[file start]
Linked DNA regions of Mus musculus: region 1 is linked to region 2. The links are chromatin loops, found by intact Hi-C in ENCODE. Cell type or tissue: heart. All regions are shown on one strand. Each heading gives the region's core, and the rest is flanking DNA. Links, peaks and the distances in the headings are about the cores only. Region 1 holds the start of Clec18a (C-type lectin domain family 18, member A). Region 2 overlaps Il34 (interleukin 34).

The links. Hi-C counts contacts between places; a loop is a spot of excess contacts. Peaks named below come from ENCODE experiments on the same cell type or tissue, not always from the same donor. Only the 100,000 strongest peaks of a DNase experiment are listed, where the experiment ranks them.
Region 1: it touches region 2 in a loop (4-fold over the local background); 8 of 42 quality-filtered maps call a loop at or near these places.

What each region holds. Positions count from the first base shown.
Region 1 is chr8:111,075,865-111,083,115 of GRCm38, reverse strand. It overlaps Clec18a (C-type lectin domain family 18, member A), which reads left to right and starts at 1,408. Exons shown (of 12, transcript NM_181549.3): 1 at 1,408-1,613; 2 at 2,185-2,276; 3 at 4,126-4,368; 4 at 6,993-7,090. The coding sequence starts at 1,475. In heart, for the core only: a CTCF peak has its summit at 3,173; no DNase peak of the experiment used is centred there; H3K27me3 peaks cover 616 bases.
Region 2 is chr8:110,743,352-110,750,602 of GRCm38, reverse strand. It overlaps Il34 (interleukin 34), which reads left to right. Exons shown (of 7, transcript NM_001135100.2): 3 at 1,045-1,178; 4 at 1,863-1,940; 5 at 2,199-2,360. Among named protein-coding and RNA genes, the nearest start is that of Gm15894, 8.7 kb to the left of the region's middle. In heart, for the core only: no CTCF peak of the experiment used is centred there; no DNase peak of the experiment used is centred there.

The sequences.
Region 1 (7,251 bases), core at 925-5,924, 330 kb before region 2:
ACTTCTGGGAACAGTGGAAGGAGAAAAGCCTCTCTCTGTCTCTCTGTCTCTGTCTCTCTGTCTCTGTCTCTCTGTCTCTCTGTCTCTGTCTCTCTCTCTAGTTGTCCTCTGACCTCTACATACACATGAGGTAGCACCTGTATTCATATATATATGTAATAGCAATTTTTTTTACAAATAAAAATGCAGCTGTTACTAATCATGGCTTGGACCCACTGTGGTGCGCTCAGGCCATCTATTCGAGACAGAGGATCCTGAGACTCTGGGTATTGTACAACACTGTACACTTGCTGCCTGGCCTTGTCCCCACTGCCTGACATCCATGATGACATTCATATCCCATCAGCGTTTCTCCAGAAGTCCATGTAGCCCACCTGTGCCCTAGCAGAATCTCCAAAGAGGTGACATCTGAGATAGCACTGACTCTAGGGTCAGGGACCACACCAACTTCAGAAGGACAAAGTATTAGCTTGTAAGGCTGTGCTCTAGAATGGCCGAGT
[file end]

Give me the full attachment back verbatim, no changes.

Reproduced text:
Linked DNA regions of Mus musculus: region 1 is linked to region 2. The links are chromatin loops, found by intact Hi-C in ENCODE. Cell type or tissue: heart. All regions are shown on one strand. Each heading gives the region's core, and the rest is flanking DNA. Links, peaks and the distances in the headings are about the cores only. Region 1 holds the start of Clec18a (C-type lectin domain family 18, member A). Region 2 overlaps Il34 (interleukin 34).

The links. Hi-C counts contacts between places; a loop is a spot of excess contacts. Peaks named below come from ENCODE experiments on the same cell type or tissue, not always from the same donor. Only the 100,000 strongest peaks of a DNase experiment are listed, where the experiment ranks them.
Region 1: it touches region 2 in a loop (4-fold over the local background); 8 of 42 quality-filtered maps call a loop at or near these places.

What each region holds. Positions count from the first base shown.
Region 1 is chr8:111,075,865-111,083,115 of GRCm38, reverse strand. It overlaps Clec18a (C-type lectin domain family 18, member A), which reads left to right and starts at 1,408. Exons shown (of 12, transcript NM_181549.3): 1 at 1,408-1,613; 2 at 2,185-2,276; 3 at 4,126-4,368; 4 at 6,993-7,090. The coding sequence starts at 1,475. In heart, for the core only: a CTCF peak has its summit at 3,173; no DNase peak of the experiment used is centred there; H3K27me3 peaks cover 616 bases.
Region 2 is chr8:110,743,352-110,750,602 of GRCm38, reverse strand. It overlaps Il34 (interleukin 34), which reads left to right. Exons shown (of 7, transcript NM_001135100.2): 3 at 1,045-1,178; 4 at 1,863-1,940; 5 at 2,199-2,360. Among named protein-coding and RNA genes, the nearest start is that of Gm15894, 8.7 kb to the left of the region's middle. In heart, for the core only: no CTCF peak of the experiment used is centred there; no DNase peak of the experiment used is centred there.

The sequences.
Region 1 (7,251 bases), core at 925-5,924, 330 kb before region 2:
ACTTCTGGGAACAGTGGAAGGAGAAAAGCCTCTCTCTGTCTCTCTGTCTCTGTCTCTCTGTCTCTGTCTCTCTGTCTCTCTGTCTCTGTCTCTCTCTCTAGTTGTCCTCTGACCTCTACATACACATGAGGTAGCACCTGTATTCATATATATATGTAATAGCAATTTTTTTTACAAATAAAAATGCAGCTGTTACTAATCATGGCTTGGACCCACTGTGGTGCGCTCAGGCCATCTATTCGAGACAGAGGATCCTGAGACTCTGGGTATTGTACAACACTGTACACTTGCTGCCTGGCCTTGTCCCCACTGCCTGACATCCATGATGACATTCATATCCCATCAGCGTTTCTCCAGAAGTCCATGTAGCCCACCTGTGCCCTAGCAGAATCTCCAAAGAGGTGACATCTGAGATAGCACTGACTCTAGGGTCAGGGACCACACCAACTTCAGAAGGACAAAGTATTAGCTTGTAAGGCTGTGCTCTAGAATGGCCGAGT